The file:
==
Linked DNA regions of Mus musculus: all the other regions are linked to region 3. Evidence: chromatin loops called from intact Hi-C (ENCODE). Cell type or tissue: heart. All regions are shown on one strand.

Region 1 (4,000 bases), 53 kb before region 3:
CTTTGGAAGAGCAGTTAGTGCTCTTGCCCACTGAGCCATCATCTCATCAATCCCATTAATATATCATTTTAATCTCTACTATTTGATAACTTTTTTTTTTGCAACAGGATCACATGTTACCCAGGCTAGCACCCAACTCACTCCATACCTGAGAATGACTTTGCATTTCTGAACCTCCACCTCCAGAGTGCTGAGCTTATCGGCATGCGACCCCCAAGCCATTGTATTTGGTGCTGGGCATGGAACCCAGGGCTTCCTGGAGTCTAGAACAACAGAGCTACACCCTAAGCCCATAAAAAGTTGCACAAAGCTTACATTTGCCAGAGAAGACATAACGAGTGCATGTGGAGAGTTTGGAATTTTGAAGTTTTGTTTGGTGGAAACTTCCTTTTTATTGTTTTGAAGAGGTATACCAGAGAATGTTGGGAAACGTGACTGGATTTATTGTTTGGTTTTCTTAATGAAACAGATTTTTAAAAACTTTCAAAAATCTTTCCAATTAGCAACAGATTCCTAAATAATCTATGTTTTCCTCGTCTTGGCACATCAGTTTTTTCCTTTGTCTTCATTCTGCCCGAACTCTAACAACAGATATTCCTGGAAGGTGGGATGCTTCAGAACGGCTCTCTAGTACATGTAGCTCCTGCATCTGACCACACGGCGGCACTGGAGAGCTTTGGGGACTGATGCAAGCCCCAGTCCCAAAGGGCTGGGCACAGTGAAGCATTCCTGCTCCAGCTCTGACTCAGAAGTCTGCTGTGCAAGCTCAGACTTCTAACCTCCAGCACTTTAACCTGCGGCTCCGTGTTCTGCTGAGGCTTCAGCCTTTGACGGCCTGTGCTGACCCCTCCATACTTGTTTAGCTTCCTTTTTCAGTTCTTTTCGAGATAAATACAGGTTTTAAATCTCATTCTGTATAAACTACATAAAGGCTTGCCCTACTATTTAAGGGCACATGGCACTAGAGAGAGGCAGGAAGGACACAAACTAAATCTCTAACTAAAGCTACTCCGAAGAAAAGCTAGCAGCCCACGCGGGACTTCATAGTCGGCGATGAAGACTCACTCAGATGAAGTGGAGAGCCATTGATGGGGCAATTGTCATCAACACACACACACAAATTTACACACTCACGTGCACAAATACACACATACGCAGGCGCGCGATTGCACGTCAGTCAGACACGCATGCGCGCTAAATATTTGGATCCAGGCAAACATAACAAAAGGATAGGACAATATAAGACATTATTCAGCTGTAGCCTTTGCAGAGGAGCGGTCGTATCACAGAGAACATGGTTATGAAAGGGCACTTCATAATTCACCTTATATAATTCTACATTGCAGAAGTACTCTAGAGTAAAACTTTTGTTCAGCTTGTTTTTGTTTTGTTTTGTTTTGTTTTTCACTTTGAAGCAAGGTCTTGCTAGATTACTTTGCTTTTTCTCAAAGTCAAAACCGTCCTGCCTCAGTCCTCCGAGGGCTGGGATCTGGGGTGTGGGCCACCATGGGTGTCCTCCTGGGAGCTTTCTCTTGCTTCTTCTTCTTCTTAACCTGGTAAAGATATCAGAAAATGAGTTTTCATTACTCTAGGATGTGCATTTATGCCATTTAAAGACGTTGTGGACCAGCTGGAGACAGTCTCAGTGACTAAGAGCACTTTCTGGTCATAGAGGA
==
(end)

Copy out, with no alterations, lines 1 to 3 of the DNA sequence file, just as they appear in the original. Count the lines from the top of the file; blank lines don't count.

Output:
Linked DNA regions of Mus musculus: all the other regions are linked to region 3. Evidence: chromatin loops called from intact Hi-C (ENCODE). Cell type or tissue: heart. All regions are shown on one strand.

Region 1 (4,000 bases), 53 kb before region 3:
CTTTGGAAGAGCAGTTAGTGCTCTTGCCCACTGAGCCATCATCTCATCAATCCCATTAATATATCATTTTAATCTCTACTATTTGATAACTTTTTTTTTTGCAACAGGATCACATGTTACCCAGGCTAGCACCCAACTCACTCCATACCTGAGAATGACTTTGCATTTCTGAACCTCCACCTCCAGAGTGCTGAGCTTATCGGCATGCGACCCCCAAGCCATTGTATTTGGTGCTGGGCATGGAACCCAGGGCTTCCTGGAGTCTAGAACAACAGAGCTACACCCTAAGCCCATAAAAAGTTGCACAAAGCTTACATTTGCCAGAGAAGACATAACGAGTGCATGTGGAGAGTTTGGAATTTTGAAGTTTTGTTTGGTGGAAACTTCCTTTTTATTGTTTTGAAGAGGTATACCAGAGAATGTTGGGAAACGTGACTGGATTTATTGTTTGGTTTTCTTAATGAAACAGATTTTTAAAAACTTTCAAAAATCTTTCCAATTAGCAACAGATTCCTAAATAATCTATGTTTTCCTCGTCTTGGCACATCAGTTTTTTCCTTTGTCTTCATTCTGCCCGAACTCTAACAACAGATATTCCTGGAAGGTGGGATGCTTCAGAACGGCTCTCTAGTACATGTAGCTCCTGCATCTGACCACACGGCGGCACTGGAGAGCTTTGGGGACTGATGCAAGCCCCAGTCCCAAAGGGCTGGGCACAGTGAAGCATTCCTGCTCCAGCTCTGACTCAGAAGTCTGCTGTGCAAGCTCAGACTTCTAACCTCCAGCACTTTAACCTGCGGCTCCGTGTTCTGCTGAGGCTTCAGCCTTTGACGGCCTGTGCTGACCCCTCCATACTTGTTTAGCTTCCTTTTTCAGTTCTTTTCGAGATAAATACAGGTTTTAAATCTCATTCTGTATAAACTACATAAAGGCTTGCCCTACTATTTAAGGGCACATGGCACTAGAGAGAGGCAGGAAGGACACAAACTAAATCTCTAACTAAAGCTACTCCGAAGAAAAGCTAGCAGCCCACGCGGGACTTCATAGTCGGCGATGAAGACTCACTCAGATGAAGTGGAGAGCCATTGATGGGGCAATTGTCATCAACACACACACACAAATTTACACACTCACGTGCACAAATACACACATACGCAGGCGCGCGATTGCACGTCAGTCAGACACGCATGCGCGCTAAATATTTGGATCCAGGCAAACATAACAAAAGGATAGGACAATATAAGACATTATTCAGCTGTAGCCTTTGCAGAGGAGCGGTCGTATCACAGAGAACATGGTTATGAAAGGGCACTTCATAATTCACCTTATATAATTCTACATTGCAGAAGTACTCTAGAGTAAAACTTTTGTTCAGCTTGTTTTTGTTTTGTTTTGTTTTGTTTTTCACTTTGAAGCAAGGTCTTGCTAGATTACTTTGCTTTTTCTCAAAGTCAAAACCGTCCTGCCTCAGTCCTCCGAGGGCTGGGATCTGGGGTGTGGGCCACCATGGGTGTCCTCCTGGGAGCTTTCTCTTGCTTCTTCTTCTTCTTAACCTGGTAAAGATATCAGAAAATGAGTTTTCATTACTCTAGGATGTGCATTTATGCCATTTAAAGACGTTGTGGACCAGCTGGAGACAGTCTCAGTGACTAAGAGCACTTTCTGGTCATAGAGGA